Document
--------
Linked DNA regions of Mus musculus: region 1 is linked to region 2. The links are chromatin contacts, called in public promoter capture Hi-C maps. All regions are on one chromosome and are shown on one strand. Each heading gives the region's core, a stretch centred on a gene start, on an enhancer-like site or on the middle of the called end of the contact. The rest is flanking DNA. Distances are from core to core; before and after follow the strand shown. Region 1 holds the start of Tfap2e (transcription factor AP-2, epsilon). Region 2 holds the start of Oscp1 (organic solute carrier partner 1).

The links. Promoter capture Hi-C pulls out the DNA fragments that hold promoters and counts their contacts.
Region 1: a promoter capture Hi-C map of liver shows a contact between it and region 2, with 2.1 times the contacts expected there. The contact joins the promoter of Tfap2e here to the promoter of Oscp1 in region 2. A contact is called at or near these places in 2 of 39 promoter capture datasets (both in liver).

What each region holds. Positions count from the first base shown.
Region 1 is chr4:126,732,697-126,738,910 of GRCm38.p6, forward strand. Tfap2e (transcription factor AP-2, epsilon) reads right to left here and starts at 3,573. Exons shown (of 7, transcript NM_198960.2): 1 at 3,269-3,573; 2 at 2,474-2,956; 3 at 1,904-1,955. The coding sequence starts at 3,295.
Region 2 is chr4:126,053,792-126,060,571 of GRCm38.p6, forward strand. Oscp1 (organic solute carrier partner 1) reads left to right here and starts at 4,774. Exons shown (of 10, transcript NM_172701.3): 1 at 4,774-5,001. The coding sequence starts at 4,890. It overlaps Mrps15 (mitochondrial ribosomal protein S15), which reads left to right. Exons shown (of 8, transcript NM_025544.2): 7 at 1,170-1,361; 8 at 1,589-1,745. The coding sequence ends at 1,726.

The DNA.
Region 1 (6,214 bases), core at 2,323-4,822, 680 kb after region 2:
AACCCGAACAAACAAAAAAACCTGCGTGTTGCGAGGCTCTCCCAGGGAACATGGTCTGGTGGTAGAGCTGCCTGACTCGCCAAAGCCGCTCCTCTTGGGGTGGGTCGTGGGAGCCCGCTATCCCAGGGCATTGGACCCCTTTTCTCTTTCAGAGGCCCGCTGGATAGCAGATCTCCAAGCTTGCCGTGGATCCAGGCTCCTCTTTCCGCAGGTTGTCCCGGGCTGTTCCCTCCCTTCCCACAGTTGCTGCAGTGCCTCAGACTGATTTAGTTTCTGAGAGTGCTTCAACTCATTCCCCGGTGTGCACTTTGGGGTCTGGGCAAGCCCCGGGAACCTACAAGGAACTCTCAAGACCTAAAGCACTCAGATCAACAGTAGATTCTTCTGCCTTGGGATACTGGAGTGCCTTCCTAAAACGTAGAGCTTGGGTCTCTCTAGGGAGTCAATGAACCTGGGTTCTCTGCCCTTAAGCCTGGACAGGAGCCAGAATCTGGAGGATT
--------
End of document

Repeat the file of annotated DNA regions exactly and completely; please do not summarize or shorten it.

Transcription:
Linked DNA regions of Mus musculus: region 1 is linked to region 2. The links are chromatin contacts, called in public promoter capture Hi-C maps. All regions are on one chromosome and are shown on one strand. Each heading gives the region's core, a stretch centred on a gene start, on an enhancer-like site or on the middle of the called end of the contact. The rest is flanking DNA. Distances are from core to core; before and after follow the strand shown. Region 1 holds the start of Tfap2e (transcription factor AP-2, epsilon). Region 2 holds the start of Oscp1 (organic solute carrier partner 1).

The links. Promoter capture Hi-C pulls out the DNA fragments that hold promoters and counts their contacts.
Region 1: a promoter capture Hi-C map of liver shows a contact between it and region 2, with 2.1 times the contacts expected there. The contact joins the promoter of Tfap2e here to the promoter of Oscp1 in region 2. A contact is called at or near these places in 2 of 39 promoter capture datasets (both in liver).

What each region holds. Positions count from the first base shown.
Region 1 is chr4:126,732,697-126,738,910 of GRCm38.p6, forward strand. Tfap2e (transcription factor AP-2, epsilon) reads right to left here and starts at 3,573. Exons shown (of 7, transcript NM_198960.2): 1 at 3,269-3,573; 2 at 2,474-2,956; 3 at 1,904-1,955. The coding sequence starts at 3,295.
Region 2 is chr4:126,053,792-126,060,571 of GRCm38.p6, forward strand. Oscp1 (organic solute carrier partner 1) reads left to right here and starts at 4,774. Exons shown (of 10, transcript NM_172701.3): 1 at 4,774-5,001. The coding sequence starts at 4,890. It overlaps Mrps15 (mitochondrial ribosomal protein S15), which reads left to right. Exons shown (of 8, transcript NM_025544.2): 7 at 1,170-1,361; 8 at 1,589-1,745. The coding sequence ends at 1,726.

The DNA.
Region 1 (6,214 bases), core at 2,323-4,822, 680 kb after region 2:
AACCCGAACAAACAAAAAAACCTGCGTGTTGCGAGGCTCTCCCAGGGAACATGGTCTGGTGGTAGAGCTGCCTGACTCGCCAAAGCCGCTCCTCTTGGGGTGGGTCGTGGGAGCCCGCTATCCCAGGGCATTGGACCCCTTTTCTCTTTCAGAGGCCCGCTGGATAGCAGATCTCCAAGCTTGCCGTGGATCCAGGCTCCTCTTTCCGCAGGTTGTCCCGGGCTGTTCCCTCCCTTCCCACAGTTGCTGCAGTGCCTCAGACTGATTTAGTTTCTGAGAGTGCTTCAACTCATTCCCCGGTGTGCACTTTGGGGTCTGGGCAAGCCCCGGGAACCTACAAGGAACTCTCAAGACCTAAAGCACTCAGATCAACAGTAGATTCTTCTGCCTTGGGATACTGGAGTGCCTTCCTAAAACGTAGAGCTTGGGTCTCTCTAGGGAGTCAATGAACCTGGGTTCTCTGCCCTTAAGCCTGGACAGGAGCCAGAATCTGGAGGATT